The exuberant Rolf Harris goes in search of some of the greatest artists to be inspired by Wales in a new series Rolf on Welsh Art (Wednesday 16 February, BBC One Wales).
In the series Rolf, whose own family hail from Merthyr Tydfil, looks at the landscapes and the people who inspired the late great Sir Kyffin Williams, Graham Sutherland, Josef Herman and Shani Rhys James - like Rolf, an Australian who has long lived in Britain.
And in each of the four episodes, Rolf tackles a tricky challenge - trying to paint a picture in the style of each of the artists.
"I think everybody looks at something in a different way. You've got to enjoy the end result and just wonder how you'd go about painting it if you had the chance. Would you be able to tackle it?" says Rolf of his attempts to capture the essence of each of the four's styles on canvas. "But it's really a shock when you try and paint something as someone else does it. They have been doing it for years and years and you try it for the first time, and if it doesn't work, that's such a shock," he says.
Of the several styles he tried out, he believes his most successful was his tribute to Josef Herman, a Polish émigré who set up a studio in Ystradgynlais in the 1940s to paint some of the most enduring images of the working man ever seen.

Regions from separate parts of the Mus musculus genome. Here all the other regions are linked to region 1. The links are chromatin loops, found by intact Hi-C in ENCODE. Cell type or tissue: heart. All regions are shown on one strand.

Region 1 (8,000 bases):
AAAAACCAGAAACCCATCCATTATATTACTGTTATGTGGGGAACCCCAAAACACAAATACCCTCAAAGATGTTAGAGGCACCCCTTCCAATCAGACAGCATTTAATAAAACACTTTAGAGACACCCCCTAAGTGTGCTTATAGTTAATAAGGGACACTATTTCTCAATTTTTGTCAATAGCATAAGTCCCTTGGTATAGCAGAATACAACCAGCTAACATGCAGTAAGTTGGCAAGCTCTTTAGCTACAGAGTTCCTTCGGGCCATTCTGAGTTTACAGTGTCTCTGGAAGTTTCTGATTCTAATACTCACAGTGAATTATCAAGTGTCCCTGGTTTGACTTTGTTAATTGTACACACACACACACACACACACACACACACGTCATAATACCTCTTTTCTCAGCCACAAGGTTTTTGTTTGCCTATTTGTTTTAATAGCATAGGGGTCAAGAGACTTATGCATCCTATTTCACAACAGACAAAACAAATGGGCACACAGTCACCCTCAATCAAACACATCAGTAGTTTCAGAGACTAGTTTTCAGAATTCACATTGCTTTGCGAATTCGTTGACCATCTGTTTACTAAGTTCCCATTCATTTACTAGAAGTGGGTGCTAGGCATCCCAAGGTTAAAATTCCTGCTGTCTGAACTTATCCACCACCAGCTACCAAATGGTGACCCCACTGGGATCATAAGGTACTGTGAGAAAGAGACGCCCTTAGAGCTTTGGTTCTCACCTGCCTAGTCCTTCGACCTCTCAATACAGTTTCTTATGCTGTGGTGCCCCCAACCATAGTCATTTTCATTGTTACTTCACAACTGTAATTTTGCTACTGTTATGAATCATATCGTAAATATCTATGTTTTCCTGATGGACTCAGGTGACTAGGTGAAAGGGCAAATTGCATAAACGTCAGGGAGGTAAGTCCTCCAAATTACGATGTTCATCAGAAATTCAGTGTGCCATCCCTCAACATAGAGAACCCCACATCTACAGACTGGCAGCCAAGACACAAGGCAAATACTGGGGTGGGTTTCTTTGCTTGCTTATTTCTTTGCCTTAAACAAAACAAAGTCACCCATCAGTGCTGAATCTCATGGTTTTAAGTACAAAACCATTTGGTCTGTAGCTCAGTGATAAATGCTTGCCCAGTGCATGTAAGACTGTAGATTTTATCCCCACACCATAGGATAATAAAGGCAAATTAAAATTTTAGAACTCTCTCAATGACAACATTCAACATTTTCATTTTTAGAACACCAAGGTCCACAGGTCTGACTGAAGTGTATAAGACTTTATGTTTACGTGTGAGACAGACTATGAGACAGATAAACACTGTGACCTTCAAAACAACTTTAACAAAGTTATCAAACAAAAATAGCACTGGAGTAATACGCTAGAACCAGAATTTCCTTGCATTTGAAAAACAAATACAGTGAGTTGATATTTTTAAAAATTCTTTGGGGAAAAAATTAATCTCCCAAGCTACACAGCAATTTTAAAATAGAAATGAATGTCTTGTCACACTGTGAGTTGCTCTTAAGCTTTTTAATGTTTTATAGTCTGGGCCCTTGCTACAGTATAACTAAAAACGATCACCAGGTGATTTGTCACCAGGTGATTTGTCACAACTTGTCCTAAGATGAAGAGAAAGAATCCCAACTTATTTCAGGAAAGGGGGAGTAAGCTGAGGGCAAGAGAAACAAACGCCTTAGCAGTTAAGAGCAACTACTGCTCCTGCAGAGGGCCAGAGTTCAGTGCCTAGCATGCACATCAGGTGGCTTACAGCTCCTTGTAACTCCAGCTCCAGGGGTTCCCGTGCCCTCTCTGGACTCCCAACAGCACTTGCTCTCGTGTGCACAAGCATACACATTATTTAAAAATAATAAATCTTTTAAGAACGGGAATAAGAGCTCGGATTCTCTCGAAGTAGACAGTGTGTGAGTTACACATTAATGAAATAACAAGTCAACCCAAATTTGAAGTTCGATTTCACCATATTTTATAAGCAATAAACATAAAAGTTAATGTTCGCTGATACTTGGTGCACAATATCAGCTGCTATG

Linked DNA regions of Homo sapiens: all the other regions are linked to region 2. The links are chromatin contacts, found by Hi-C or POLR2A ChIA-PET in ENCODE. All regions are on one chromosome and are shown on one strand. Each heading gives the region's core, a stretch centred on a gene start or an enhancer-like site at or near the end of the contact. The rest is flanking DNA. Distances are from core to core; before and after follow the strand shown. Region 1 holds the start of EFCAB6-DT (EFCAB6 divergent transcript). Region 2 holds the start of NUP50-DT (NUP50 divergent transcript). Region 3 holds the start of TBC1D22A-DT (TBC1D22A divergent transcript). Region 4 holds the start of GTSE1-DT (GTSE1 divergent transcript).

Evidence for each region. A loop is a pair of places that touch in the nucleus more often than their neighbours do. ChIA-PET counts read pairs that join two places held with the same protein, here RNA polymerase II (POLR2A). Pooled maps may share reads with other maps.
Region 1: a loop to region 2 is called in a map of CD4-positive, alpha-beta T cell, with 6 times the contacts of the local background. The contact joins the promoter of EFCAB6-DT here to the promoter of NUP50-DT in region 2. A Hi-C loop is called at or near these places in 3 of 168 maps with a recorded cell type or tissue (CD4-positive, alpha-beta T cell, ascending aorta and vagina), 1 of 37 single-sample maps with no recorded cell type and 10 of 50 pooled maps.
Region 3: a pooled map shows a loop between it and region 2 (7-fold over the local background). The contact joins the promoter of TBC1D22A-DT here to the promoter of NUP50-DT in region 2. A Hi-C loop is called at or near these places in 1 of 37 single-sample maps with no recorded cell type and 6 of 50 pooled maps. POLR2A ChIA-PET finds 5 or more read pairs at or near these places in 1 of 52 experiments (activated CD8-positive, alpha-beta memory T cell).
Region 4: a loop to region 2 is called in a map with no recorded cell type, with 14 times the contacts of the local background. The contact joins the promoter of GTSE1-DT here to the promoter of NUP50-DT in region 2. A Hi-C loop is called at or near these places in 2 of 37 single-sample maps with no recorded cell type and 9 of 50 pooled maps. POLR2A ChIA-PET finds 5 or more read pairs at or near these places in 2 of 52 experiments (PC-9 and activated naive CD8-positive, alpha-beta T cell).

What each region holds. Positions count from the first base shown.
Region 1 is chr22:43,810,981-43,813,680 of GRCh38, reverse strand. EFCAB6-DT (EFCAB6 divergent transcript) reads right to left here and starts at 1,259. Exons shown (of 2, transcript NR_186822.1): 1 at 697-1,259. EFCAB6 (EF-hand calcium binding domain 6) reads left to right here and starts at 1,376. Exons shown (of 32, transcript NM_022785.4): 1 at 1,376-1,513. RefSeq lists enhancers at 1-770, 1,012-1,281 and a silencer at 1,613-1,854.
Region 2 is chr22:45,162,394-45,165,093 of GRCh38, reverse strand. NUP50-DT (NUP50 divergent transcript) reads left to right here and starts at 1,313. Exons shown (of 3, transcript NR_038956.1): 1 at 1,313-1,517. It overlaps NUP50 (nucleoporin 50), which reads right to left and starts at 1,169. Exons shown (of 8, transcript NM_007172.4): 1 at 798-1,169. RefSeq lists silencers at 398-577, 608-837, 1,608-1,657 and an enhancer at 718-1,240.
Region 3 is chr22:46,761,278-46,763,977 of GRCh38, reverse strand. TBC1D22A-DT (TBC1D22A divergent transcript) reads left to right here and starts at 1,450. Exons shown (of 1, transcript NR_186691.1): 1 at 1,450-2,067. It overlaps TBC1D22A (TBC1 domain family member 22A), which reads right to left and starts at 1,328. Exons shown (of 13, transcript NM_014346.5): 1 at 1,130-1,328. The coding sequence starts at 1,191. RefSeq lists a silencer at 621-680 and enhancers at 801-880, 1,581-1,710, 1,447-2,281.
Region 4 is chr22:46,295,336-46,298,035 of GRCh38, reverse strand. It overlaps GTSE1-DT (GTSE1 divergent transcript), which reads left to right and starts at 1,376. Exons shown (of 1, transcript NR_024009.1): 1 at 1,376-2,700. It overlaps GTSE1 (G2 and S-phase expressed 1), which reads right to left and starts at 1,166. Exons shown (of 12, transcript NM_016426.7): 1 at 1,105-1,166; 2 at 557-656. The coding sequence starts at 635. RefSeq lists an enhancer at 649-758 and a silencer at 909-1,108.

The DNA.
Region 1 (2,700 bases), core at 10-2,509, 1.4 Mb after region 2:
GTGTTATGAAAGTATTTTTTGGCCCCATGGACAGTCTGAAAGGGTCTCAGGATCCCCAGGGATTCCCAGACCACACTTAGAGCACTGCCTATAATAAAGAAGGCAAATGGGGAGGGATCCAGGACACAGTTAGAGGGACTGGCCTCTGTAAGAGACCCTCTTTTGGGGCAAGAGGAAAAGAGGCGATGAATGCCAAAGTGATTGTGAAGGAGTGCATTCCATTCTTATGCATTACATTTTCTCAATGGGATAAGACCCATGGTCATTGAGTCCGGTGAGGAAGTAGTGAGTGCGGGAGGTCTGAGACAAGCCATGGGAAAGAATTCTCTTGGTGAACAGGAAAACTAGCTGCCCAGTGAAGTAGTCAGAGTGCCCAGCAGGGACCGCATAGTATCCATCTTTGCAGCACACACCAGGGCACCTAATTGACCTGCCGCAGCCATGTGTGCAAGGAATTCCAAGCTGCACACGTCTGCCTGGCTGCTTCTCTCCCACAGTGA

His subject was the Welsh miners, who he portrayed as mighty figures, similar, Rolf feels, to the statues on Easter Island.
"He painted them as heroic figures because that's the way he saw Welsh miners - as heroes," says Rolf of Herman. "I think it was the first time that most people had ever had that pointed out to them, that these men were so heroic, so courageous and gutsy, braving possible death underground at every step. He had nothing but admiration for them and that came out in his paintings."
The series starts with a look at the life and work of Sir Kyffin on his beloved Anglesey. The painter was a personal friend of Rolf, who reminisces about the artist as he finds his sitter for his Sir Kyffin-style painting, farmer Hefin Jones - otherwise known as the father of opera star Bryn Terfel.
"That was one of my favourite moments - painting Hefin," says Rolf. "I managed to get a really good likeness, but it didn't finish up anywhere near as good as the many palette knife portraits Kyffin had made of so many Welsh people.
"I found I was using the tip of the palette knife to paint a lot of things in tiny detail, whereas he seemed to use the great flat areas of the knife blade to smooth things across. The more I painted, or tried to paint in his style, the more I realised just how absolutely brilliant he was, just so incredibly good!"
In this first programme, Rolf also takes a trip up the Snowdonia Mountain Railway and visits Oriel Ynys Mon in Llangefni, where many of Sir Kyffin's paintings are now housed. And the gallery is taking delivery of Rolf's own original picture of Hefin Jones which will be on public display from today.
And there's a chance to catch up with even more Welsh art in a companion series, Framing Wales, which starts on 24 February on BBC Two Wales. Kim Howells presents his personal view of the abundance of great painters and paintings that emerged from Wales during the 20th century.